Ibs., VA; 155,000 Ibs., PRFC; and no
                               commercial fishing in DC.
1.2 Reduced spawning stock.
1.2.1  The jurisdictions will establish a
minimum size limit of 18 inches in the
Began 1990, continued
    through 1994.
                                      1.2.2 The jurisdictions will prohibit the
                                      keeping and sale of sublegal striped
                                      bass bycatch.
                                               Begen 1990, continue
                                                  through 1994.
                                      1.2.3 The jurisdictions will establish a
                                      maximum size limit of 36 inches in the
                                                   Begen 1990,
                                               discontinued in 1994.
An 19 inch minimum size limit has
allowed the stock to increase in size  •
and diversify in age and length. The
Atlantic coast minimum size limit is 29
Inches and Maryland's spring trophy
size limit is 36 inches. Size limits are
being reviewed for the transitional
                               Harvest of sublegal fish has been
                               minimized with mesh size restrictions.
                               Regulations are in place that prohibit
                               the possession and sale of fish under
                               19 inches.  Losses due to sublegal
                               bycatch have bean estimated.
                               Maximum size limits were set as a
                               conservative measure. Stocks have
                               recovered and jurisdictions are
                               eliminating maximum size limits.

1.3 Reduced number of spawners.
1.3.1  During the trensition fishery, age
VIII and older females will be protected
until they comprise a certain
percentage of the female spawning
                                       1.3.2 During a recovered fishery,
                                       females age VIII and older will be
                                       protected at a certain percentage of the
                                       spawning population.
                                       1.3.3 Maryland and Virginia will
                                       continue hatchery production to
                                       enhance the striped bass spawning
                                       1.3.4 Hybrid and non-native striped
                                      bass stocking will be restricted
                                      according to ASMFC guidelines.
Began 1990, continued
    through 1994.
                                              Began 1991, continued
                                                  through 1994.
The ASMFC declared the striped bass
stock recovered based on the results
of a stock simulation model of coastal
female spawning stock biomass (SSB).
The SSB model was agreed upon as a
management tool in place of
protecting age 8 + females because it
reduces the amount of error strong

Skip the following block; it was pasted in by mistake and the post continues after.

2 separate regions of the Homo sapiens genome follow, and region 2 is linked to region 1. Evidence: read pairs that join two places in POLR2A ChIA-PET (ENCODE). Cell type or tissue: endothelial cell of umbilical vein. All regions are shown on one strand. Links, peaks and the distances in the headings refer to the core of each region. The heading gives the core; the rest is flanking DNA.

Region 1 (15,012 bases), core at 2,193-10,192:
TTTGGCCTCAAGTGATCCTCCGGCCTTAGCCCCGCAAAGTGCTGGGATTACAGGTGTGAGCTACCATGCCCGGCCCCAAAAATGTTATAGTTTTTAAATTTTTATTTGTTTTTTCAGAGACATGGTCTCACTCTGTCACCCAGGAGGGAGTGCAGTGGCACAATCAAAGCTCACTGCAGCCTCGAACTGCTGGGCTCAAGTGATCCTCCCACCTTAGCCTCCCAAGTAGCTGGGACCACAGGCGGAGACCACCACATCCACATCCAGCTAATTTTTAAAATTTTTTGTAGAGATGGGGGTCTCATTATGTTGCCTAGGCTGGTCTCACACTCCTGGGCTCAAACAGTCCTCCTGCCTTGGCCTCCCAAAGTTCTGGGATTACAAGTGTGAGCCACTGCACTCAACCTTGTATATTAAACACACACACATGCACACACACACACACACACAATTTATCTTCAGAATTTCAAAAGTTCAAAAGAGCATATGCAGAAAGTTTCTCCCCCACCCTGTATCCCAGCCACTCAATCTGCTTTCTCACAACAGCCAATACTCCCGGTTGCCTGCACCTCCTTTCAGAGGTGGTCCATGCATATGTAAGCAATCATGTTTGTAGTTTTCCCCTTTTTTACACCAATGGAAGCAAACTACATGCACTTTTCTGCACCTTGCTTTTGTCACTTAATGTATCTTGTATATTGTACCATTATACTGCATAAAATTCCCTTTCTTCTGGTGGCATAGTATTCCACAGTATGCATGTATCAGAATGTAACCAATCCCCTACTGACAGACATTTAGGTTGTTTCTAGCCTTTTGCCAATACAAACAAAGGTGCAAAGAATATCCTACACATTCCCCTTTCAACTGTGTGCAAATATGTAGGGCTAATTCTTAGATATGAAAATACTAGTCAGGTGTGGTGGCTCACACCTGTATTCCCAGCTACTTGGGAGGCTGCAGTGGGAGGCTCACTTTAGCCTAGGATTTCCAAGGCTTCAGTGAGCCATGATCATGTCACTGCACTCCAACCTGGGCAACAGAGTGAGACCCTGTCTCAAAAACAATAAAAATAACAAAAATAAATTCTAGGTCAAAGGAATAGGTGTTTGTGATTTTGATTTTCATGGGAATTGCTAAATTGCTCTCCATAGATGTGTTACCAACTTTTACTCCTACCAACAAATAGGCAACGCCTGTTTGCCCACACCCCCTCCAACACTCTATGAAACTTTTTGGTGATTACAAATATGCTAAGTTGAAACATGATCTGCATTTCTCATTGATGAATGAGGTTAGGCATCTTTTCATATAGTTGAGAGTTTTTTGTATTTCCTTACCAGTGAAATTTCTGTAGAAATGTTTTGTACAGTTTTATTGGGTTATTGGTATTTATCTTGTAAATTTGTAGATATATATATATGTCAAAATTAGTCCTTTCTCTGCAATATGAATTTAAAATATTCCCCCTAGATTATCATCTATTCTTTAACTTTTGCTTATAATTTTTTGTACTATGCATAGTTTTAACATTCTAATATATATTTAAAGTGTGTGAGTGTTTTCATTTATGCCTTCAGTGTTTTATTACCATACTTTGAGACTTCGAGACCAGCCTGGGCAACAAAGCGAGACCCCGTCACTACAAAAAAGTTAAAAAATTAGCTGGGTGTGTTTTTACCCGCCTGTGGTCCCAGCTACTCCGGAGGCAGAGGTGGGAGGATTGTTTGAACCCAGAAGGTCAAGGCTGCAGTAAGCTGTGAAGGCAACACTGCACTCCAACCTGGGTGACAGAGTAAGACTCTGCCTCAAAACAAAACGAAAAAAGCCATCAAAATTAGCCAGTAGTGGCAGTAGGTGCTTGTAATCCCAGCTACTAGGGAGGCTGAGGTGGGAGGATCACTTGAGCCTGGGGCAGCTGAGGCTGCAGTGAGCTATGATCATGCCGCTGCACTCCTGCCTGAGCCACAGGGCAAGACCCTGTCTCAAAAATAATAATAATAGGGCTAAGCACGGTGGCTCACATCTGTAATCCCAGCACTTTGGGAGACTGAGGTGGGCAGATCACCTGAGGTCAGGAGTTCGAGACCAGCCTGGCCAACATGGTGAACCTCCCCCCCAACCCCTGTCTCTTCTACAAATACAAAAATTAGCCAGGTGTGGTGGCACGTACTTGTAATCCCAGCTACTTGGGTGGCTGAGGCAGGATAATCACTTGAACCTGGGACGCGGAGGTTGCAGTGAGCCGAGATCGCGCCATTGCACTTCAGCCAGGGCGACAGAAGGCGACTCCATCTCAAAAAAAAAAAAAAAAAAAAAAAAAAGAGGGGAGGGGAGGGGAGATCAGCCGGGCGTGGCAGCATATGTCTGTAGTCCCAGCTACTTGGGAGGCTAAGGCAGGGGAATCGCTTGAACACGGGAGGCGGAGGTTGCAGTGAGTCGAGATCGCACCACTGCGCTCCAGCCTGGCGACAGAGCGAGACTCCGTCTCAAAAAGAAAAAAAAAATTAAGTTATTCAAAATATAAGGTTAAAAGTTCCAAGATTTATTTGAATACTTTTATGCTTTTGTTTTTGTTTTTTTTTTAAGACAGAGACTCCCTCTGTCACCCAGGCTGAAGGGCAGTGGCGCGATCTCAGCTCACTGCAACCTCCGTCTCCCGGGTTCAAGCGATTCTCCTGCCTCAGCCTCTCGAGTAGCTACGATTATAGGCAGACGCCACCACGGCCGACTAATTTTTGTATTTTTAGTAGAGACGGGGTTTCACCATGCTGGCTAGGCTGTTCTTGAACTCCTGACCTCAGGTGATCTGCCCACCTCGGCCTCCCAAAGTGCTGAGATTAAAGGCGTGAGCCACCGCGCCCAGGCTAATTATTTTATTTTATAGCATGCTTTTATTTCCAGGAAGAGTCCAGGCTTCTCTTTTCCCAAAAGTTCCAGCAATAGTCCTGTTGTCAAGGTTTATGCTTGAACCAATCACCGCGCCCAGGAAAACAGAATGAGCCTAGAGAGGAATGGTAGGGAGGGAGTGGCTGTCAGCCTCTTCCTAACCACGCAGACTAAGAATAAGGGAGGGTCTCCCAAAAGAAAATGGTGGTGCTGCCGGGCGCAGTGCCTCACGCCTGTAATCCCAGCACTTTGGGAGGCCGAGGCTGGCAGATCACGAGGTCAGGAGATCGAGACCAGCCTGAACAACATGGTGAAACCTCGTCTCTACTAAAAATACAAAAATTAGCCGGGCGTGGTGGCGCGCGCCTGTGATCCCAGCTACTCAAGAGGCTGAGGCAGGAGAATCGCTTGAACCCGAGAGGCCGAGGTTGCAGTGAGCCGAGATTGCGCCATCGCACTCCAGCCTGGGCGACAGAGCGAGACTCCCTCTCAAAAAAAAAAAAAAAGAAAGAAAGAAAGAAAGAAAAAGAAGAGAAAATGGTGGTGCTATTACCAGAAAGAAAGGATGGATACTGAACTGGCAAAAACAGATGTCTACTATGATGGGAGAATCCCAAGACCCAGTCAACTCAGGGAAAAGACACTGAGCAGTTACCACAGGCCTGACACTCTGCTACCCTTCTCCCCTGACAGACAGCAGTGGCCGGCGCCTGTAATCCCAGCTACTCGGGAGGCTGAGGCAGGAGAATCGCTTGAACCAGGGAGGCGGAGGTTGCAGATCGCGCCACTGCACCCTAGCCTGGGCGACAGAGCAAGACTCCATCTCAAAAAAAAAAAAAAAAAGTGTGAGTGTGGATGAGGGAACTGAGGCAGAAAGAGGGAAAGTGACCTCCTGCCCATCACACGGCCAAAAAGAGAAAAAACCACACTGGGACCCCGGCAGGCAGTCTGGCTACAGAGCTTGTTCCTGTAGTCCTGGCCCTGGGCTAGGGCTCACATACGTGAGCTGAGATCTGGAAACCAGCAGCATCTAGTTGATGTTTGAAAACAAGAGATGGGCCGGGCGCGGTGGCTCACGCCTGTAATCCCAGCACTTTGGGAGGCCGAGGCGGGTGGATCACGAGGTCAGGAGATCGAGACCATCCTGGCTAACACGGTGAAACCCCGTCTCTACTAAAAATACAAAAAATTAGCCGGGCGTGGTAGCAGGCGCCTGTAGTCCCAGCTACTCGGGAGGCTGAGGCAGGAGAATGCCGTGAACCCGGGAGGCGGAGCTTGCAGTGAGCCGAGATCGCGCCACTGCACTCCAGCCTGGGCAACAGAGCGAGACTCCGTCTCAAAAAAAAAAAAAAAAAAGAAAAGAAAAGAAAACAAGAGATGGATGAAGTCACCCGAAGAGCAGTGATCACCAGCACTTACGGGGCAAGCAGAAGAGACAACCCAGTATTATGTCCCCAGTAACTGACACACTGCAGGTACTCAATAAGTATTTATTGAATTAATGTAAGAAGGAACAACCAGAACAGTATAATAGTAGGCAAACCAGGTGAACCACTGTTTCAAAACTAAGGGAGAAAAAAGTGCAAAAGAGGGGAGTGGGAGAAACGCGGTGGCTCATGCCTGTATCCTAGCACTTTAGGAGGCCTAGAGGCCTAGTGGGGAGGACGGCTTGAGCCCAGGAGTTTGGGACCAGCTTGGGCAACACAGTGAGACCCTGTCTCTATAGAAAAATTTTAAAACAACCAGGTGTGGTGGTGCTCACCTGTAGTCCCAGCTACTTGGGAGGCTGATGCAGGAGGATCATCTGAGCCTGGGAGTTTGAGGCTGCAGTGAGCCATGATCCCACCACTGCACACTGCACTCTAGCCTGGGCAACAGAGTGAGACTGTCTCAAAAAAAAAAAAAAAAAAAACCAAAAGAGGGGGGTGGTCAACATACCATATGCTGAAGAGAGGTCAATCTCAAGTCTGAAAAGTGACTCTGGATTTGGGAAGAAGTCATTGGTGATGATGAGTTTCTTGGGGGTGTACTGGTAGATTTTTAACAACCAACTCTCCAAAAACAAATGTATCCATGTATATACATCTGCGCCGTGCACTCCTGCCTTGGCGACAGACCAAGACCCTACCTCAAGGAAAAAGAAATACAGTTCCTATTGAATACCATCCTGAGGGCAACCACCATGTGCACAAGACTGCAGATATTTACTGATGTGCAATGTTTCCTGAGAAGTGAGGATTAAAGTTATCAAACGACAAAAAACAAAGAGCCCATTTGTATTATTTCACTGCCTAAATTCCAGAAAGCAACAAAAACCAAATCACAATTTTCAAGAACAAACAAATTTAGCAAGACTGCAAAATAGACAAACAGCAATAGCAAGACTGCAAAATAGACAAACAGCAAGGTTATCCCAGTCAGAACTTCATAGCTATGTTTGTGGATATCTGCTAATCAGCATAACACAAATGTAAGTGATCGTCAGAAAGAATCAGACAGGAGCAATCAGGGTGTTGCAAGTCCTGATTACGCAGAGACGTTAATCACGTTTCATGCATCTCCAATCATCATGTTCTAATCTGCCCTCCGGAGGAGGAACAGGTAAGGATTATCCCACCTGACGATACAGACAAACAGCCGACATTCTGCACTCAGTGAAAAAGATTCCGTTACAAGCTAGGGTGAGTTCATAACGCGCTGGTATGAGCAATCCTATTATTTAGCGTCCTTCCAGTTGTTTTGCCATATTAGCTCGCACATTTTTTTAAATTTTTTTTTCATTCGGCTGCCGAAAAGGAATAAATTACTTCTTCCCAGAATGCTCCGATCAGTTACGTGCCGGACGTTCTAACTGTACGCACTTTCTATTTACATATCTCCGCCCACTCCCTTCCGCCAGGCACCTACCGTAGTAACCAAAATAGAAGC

year-classes have on the population.
                                The SSB model will be used to monitor
                                and protect a sustainable spawning
                                Stocking has been restricted but
                                efforts continue to enhance areas
                                where striped bass abundance remains
                                at tow levels.
2.1  Allocation issues.
2.1.1 Maryland quota will be allocated
as follows: 42.5% commercial; 42.5%
recreational; and  15% charter.  Virginia
and Potomac River Fisheries
Commission will use various
restrictions to equitably allocate
Began 1990, continued
    through 1994.
Commercial quotas for each
jurisdiction were allocated by gear
type. The 1993/1994 and 1994/1995
recreational caps were: 891,529 Ibs.,
MD recreational; 314,657, MD
charterboat.  The VA and PRFC
recreational fisheries had a creel limit
and seasonal restrictions.
                                       2.1.2 Commercial fishing seasons will
                                       be closed when harvest caps are
                                       reeched, regardless of time during
                                               Began 1990, continued
                                                  through 1994.
                                Jurisdictions continue-to monitor the
                                commercial harvest of striped bass.
2.2 Gear restrictions.
2.2.1 The jurisdictions will establish
minimum mesh sizes for gill nets.
 Began 1990, continued
    through 1994.
 Jurisdictions continue to enforce
 minimum mesh sizes targeting striped
 bass 18 inches and larger: 5 Inches,
 MD and VA; and 5.25 inches. PRFC.

2.2 Gear restrictions (continued).
2.2.2 Maryland and Virginia will require
drift gill net* to be marked, tended, and
recovered daily.  Other Virginia gill nets
must be marked.  Potomac River
Rsheries Commission will continue
fixed location for gill nets.
                                       2.2.3 Maryland and Virginia will
                                       establish a maximum length of gill net